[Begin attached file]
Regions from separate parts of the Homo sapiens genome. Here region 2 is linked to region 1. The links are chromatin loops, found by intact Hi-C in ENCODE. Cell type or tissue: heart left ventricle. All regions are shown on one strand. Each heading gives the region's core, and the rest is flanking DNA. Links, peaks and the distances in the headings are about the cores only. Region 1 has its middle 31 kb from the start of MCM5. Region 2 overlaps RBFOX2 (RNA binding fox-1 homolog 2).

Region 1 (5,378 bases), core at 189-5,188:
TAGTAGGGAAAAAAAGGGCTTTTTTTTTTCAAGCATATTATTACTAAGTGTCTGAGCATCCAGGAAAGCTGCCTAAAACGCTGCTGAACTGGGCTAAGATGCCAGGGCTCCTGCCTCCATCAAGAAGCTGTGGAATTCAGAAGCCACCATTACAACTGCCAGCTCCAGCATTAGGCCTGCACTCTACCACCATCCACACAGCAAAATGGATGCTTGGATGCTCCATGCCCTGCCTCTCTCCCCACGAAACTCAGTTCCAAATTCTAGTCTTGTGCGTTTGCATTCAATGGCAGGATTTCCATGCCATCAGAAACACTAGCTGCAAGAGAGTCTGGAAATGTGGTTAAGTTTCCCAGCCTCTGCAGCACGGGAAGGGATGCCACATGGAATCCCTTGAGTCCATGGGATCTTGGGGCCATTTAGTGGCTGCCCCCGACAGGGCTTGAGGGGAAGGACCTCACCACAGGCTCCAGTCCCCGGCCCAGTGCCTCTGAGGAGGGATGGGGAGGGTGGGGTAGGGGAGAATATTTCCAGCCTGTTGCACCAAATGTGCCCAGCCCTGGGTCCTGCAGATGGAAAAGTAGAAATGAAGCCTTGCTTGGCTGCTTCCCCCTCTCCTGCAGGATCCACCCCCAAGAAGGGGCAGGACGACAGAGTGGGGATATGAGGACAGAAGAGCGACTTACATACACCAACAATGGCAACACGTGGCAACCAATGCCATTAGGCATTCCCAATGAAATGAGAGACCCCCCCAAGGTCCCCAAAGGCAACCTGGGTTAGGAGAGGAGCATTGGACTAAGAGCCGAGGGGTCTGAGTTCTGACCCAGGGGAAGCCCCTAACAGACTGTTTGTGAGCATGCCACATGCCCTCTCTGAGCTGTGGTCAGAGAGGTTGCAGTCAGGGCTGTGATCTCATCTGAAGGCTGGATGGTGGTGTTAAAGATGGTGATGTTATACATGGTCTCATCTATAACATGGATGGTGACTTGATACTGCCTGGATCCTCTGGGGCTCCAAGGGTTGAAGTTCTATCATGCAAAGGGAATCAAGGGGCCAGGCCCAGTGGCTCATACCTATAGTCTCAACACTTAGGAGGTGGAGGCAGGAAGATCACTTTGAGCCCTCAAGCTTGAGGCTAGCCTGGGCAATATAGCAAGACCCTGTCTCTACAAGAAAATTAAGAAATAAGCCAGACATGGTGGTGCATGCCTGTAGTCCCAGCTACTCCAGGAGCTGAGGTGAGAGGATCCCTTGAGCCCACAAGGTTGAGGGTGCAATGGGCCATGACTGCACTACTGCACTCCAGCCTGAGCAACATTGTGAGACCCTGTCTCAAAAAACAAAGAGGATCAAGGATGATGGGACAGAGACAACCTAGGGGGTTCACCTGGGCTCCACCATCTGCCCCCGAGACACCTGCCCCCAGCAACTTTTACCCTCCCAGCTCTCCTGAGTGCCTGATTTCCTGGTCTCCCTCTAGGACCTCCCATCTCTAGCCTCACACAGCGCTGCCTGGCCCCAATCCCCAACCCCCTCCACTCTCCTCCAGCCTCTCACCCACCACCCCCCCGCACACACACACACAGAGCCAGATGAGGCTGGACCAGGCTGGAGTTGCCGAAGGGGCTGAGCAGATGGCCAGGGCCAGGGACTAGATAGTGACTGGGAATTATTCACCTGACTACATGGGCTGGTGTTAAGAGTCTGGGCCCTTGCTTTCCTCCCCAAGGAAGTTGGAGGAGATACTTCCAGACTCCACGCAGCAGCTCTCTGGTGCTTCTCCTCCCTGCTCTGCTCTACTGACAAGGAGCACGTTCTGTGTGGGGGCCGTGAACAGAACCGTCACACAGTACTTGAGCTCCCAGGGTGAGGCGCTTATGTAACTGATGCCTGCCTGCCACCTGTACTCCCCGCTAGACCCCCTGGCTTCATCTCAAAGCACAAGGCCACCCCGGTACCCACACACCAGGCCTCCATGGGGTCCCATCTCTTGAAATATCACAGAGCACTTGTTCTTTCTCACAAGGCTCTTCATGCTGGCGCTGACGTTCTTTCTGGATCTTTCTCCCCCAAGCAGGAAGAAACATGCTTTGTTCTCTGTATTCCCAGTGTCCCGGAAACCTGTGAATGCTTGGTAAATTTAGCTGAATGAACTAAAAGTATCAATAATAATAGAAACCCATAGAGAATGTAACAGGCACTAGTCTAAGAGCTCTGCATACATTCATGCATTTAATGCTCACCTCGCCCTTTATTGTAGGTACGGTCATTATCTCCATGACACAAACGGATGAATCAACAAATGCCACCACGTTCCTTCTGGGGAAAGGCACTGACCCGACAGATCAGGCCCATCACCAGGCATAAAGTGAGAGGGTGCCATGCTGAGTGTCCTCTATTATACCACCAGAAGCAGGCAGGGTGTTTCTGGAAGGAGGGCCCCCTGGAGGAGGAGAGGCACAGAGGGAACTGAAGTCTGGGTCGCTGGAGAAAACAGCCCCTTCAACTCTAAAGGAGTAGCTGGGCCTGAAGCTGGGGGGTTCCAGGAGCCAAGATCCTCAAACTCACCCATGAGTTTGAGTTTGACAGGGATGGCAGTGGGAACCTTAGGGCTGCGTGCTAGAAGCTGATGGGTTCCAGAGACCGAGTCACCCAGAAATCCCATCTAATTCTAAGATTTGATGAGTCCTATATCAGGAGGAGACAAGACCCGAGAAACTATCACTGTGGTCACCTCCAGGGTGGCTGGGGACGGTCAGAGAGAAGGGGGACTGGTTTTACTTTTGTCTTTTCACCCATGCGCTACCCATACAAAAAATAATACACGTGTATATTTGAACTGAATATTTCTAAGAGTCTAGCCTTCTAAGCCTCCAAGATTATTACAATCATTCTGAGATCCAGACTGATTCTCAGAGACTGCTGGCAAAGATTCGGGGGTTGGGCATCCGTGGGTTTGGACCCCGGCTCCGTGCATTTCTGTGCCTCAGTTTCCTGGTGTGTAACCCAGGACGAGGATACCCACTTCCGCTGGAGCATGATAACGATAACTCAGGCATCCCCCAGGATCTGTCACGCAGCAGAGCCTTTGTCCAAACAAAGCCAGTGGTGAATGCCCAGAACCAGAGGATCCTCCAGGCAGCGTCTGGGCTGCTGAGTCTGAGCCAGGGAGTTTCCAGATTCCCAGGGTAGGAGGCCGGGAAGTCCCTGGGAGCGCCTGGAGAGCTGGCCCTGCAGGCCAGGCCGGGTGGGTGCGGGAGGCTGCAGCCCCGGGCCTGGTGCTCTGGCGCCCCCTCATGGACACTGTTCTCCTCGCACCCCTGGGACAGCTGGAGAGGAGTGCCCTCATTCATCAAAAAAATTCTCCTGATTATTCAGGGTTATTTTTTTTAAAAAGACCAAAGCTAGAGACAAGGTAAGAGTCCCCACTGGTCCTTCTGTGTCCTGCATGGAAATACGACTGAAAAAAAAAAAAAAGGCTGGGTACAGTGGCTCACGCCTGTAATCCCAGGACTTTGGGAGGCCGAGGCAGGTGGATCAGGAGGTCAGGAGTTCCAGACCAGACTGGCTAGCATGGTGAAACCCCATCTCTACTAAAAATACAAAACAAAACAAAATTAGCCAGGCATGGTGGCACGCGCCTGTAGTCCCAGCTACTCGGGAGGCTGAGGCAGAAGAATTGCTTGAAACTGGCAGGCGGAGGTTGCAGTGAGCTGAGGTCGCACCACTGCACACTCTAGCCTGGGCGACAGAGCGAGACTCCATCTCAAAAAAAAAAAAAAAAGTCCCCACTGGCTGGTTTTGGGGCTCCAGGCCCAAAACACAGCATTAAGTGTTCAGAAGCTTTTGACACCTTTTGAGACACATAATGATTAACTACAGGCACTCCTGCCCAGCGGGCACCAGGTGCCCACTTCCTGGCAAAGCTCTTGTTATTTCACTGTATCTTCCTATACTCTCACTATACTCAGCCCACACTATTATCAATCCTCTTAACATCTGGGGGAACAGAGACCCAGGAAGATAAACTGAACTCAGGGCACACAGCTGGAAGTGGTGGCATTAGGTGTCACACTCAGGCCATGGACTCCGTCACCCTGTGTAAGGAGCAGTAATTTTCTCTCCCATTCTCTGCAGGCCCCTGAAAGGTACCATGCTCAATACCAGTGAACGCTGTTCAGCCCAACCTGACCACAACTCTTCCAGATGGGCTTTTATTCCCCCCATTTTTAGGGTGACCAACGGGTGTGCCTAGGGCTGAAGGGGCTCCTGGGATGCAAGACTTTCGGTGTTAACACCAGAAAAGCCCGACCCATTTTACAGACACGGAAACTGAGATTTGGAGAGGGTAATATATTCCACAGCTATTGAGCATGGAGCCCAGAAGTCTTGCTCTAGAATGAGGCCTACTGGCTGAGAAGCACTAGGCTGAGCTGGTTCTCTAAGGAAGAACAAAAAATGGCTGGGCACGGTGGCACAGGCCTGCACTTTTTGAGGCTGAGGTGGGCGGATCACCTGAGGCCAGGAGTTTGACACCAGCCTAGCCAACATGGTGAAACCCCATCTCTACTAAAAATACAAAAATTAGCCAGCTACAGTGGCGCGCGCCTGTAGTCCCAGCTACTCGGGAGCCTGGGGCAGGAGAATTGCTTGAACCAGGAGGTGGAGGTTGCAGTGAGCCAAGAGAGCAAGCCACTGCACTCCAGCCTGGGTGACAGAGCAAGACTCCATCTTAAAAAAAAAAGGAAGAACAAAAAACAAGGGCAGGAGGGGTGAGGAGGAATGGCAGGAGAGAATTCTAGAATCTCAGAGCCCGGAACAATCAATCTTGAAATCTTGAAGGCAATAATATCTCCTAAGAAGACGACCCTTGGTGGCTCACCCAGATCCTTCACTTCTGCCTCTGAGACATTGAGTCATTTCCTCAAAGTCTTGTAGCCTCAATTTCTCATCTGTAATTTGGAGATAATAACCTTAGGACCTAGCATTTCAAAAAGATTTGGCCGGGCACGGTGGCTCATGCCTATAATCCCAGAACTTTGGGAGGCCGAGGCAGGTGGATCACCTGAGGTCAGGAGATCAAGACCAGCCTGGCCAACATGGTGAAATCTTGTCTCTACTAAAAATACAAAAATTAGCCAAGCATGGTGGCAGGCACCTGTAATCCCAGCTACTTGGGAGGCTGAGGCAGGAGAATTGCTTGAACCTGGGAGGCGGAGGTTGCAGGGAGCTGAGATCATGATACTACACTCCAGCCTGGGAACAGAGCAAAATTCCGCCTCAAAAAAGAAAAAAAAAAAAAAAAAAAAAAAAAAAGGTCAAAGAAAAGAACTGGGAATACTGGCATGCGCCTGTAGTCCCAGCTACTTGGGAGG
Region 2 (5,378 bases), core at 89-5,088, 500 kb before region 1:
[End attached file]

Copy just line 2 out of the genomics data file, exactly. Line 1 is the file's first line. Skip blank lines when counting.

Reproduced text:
Region 1 (5,378 bases), core at 189-5,188: